The Sartorialist, Garance Doré, Mr. Newton—seems you can’t duck out of a Fashion Week event without literally bumping into these street-style photographers or a pretty young thing posing for their lenses. Within a few short years, the top tier of these trend spotters have become franchises onto themselves, producing books, pop-up shops, clothing lines, and industry recognition. But as much as over a century of street-life and high-society photographers created the template for sidewalk trend spotting and forged the identity of the snap-happy flaneur, there is only one man who could legitimately called the granpappy of the street-style blogger. Bill Cunningham, the longtime “On The Street” cameraman for the New York Times is not only the prototype of the eagle-eyed, idiosyncratic style photographer, but also the subject of an upcoming documentary dedicated to his one-of-a-kind personality and methods.
While details at this time are few, Kottke reports that a new documentary, “Bill Cunningham New York” will premiere March 24th, at MoMA during their New Directors/New Films 2010 series. Says the press release, “The film shows Cunningham, an octogenarian, riding his Schwinn bicycle to cover benefits, galas, and fashion shows around Manhattan, and illustrates how his camera has captured the looks that have defined generations.” Indeed, anyone who “follows the shows” has seen the 81-year-old (or 82-year-old, he’s not sure) calmly making his rounds documenting the latest waves in accessories, shoes, or whathaveyou before jumping back on his bike to head to the next venue. A true-blue New York eccentric, Cunningham lives in a miniature rent-controlled hideaway above his favorite hunting ground (the corner of Manhattan’s 57th and 7th), sleeps on a wooden board, and continues to wear the same denim garment-workers smock he has for decades. Perhaps no longer ahead of the street-style pack, he remains the only one to have the experience of 40 or 50 years of trend hunting and a good 32 years at America’s paper of record, putting him head-and-shoulders above any kid with a SLR. We can only imagine what more a documentary on this legend’s life would have in store.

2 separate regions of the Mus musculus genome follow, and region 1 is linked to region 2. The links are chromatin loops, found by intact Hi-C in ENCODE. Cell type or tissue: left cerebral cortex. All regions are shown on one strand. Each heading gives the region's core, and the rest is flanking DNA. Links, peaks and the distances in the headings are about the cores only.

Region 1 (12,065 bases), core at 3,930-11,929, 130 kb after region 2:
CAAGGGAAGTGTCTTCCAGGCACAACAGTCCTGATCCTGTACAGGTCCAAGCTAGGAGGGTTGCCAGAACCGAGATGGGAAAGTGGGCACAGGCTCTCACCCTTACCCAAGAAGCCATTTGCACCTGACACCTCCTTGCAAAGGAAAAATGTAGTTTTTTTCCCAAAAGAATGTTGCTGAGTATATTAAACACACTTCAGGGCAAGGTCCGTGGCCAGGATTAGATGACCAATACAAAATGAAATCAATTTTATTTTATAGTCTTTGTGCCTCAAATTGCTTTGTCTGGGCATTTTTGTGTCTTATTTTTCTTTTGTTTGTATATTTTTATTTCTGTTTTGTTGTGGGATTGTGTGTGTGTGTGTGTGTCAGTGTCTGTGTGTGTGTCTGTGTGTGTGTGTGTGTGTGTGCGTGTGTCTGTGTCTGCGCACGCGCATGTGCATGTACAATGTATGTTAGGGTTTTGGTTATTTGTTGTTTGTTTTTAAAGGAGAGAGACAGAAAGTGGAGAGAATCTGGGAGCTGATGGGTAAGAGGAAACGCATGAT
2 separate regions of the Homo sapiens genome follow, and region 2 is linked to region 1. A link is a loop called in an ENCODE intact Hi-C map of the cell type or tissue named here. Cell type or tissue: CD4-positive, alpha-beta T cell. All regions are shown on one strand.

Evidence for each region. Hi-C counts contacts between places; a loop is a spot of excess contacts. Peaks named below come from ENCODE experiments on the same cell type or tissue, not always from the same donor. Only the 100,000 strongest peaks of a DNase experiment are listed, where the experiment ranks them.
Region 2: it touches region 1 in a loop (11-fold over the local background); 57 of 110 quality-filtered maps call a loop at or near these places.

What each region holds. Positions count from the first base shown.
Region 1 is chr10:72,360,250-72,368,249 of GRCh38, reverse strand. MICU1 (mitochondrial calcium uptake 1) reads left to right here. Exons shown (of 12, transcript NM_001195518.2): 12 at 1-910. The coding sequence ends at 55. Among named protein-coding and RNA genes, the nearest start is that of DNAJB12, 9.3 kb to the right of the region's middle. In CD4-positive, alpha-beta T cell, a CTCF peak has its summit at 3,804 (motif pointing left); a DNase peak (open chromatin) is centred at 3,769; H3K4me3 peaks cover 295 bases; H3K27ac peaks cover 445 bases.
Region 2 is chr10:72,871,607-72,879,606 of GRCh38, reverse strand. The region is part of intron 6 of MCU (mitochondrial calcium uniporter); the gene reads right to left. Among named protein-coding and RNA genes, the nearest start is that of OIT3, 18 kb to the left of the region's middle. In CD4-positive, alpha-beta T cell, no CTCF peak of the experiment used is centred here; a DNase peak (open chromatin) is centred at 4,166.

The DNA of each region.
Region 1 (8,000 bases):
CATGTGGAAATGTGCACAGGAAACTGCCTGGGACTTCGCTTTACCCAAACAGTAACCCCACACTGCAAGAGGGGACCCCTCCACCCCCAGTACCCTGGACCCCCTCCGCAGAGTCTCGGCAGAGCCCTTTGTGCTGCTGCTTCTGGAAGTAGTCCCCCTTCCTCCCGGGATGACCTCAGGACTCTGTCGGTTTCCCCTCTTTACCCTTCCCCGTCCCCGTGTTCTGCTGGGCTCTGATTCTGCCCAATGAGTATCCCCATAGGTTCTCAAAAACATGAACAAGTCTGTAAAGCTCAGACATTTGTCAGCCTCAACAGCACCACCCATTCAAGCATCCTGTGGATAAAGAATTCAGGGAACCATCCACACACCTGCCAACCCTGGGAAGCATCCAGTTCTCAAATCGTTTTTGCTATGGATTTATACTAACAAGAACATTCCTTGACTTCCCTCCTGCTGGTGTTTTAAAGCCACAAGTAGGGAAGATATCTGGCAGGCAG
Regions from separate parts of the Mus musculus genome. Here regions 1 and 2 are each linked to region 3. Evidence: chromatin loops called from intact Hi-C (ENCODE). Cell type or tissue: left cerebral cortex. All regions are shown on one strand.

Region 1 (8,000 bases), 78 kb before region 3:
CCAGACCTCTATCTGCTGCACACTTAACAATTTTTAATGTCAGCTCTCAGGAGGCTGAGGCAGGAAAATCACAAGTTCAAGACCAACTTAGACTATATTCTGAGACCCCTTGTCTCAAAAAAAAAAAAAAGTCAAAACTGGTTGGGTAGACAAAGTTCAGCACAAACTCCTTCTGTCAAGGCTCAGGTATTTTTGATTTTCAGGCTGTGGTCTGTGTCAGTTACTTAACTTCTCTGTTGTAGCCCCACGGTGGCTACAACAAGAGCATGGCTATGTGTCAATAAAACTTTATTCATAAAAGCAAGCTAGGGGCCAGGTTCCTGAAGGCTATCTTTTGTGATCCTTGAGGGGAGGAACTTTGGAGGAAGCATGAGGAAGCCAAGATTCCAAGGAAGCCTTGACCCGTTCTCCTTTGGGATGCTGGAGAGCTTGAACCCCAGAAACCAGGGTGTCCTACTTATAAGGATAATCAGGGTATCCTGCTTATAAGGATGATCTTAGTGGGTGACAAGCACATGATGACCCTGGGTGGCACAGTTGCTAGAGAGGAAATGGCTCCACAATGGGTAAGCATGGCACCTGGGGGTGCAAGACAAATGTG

To attempt to get yourself in a Bill Cunningham trend report in the New York Times, head for Carnegie Hall in Manhattan, the boutiques along 57th street, or, if it ever stops snowing, the chairs in Bryant Park.
For more cinematic views of America’s most fashionable city, pick up a copy of our “Film + Travel: North America/South America”.
“Bill Cunningham New York”
New Directors/New Films
March 24, 2010
The Museum of Modern Art
11 W 53rd Street
New York, New York, U.S.A.
All images courtesy of the New York Times.